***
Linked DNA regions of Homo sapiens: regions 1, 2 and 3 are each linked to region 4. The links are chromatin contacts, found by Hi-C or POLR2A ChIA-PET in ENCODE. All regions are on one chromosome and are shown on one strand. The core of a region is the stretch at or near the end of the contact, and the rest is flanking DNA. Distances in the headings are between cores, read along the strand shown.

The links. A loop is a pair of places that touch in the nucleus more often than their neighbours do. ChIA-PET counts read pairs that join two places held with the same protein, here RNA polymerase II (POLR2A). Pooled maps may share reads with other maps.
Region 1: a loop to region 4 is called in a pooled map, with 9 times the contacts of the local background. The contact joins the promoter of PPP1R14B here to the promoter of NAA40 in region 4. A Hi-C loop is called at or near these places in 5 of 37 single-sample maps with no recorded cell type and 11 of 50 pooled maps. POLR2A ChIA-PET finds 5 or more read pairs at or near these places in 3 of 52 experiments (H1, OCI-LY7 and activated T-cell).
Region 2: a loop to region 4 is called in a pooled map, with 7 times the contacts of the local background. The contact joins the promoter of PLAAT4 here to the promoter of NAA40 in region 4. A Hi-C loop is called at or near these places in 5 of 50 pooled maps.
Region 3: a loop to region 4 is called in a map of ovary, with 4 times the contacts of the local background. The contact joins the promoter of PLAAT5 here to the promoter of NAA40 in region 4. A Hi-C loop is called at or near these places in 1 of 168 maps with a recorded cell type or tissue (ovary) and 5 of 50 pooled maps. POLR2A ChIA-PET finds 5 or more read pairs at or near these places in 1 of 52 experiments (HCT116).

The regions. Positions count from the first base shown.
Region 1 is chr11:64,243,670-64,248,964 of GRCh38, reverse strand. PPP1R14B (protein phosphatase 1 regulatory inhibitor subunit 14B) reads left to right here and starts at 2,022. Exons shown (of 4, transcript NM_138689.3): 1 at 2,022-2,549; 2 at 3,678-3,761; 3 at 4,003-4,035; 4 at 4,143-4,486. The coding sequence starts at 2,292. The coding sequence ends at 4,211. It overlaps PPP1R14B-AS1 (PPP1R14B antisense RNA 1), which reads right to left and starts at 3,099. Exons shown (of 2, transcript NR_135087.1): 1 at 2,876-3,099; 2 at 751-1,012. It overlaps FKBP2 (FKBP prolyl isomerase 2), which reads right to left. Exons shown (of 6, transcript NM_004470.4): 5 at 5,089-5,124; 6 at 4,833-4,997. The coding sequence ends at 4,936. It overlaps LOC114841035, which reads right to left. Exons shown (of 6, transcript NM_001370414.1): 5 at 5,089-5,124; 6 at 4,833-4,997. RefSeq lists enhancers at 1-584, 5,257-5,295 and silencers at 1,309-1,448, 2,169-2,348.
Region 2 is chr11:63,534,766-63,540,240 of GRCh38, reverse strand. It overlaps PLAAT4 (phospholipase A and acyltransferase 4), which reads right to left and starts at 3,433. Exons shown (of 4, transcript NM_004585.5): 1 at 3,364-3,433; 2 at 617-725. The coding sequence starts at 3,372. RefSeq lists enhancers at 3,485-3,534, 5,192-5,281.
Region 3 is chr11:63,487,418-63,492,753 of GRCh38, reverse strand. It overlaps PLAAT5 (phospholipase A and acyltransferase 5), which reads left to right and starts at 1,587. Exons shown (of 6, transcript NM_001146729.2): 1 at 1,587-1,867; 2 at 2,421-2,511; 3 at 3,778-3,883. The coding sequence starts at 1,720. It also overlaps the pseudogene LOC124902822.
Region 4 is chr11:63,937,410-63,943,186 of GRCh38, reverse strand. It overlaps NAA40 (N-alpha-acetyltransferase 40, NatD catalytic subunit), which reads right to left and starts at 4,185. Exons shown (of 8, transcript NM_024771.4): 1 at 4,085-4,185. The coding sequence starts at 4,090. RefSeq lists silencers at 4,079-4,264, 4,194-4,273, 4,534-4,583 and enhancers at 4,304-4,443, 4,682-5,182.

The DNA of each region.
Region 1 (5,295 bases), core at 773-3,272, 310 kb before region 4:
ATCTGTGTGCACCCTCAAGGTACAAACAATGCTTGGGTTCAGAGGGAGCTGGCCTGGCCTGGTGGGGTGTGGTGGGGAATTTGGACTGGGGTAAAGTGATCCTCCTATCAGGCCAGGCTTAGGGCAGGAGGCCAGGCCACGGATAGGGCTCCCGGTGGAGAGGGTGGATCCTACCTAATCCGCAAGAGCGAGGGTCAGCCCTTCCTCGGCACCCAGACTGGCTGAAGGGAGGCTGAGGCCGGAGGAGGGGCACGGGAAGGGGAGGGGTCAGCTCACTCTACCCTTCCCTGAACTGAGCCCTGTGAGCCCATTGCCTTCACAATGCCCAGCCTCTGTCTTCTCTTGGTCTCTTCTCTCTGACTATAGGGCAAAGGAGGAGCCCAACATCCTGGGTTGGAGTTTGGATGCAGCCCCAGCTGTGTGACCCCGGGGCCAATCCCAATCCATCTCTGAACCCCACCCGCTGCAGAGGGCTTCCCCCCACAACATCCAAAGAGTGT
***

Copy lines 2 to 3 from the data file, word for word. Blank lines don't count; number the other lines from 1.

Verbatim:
The links. A loop is a pair of places that touch in the nucleus more often than their neighbours do. ChIA-PET counts read pairs that join two places held with the same protein, here RNA polymerase II (POLR2A). Pooled maps may share reads with other maps.
Region 1: a loop to region 4 is called in a pooled map, with 9 times the contacts of the local background. The contact joins the promoter of PPP1R14B here to the promoter of NAA40 in region 4. A Hi-C loop is called at or near these places in 5 of 37 single-sample maps with no recorded cell type and 11 of 50 pooled maps. POLR2A ChIA-PET finds 5 or more read pairs at or near these places in 3 of 52 experiments (H1, OCI-LY7 and activated T-cell).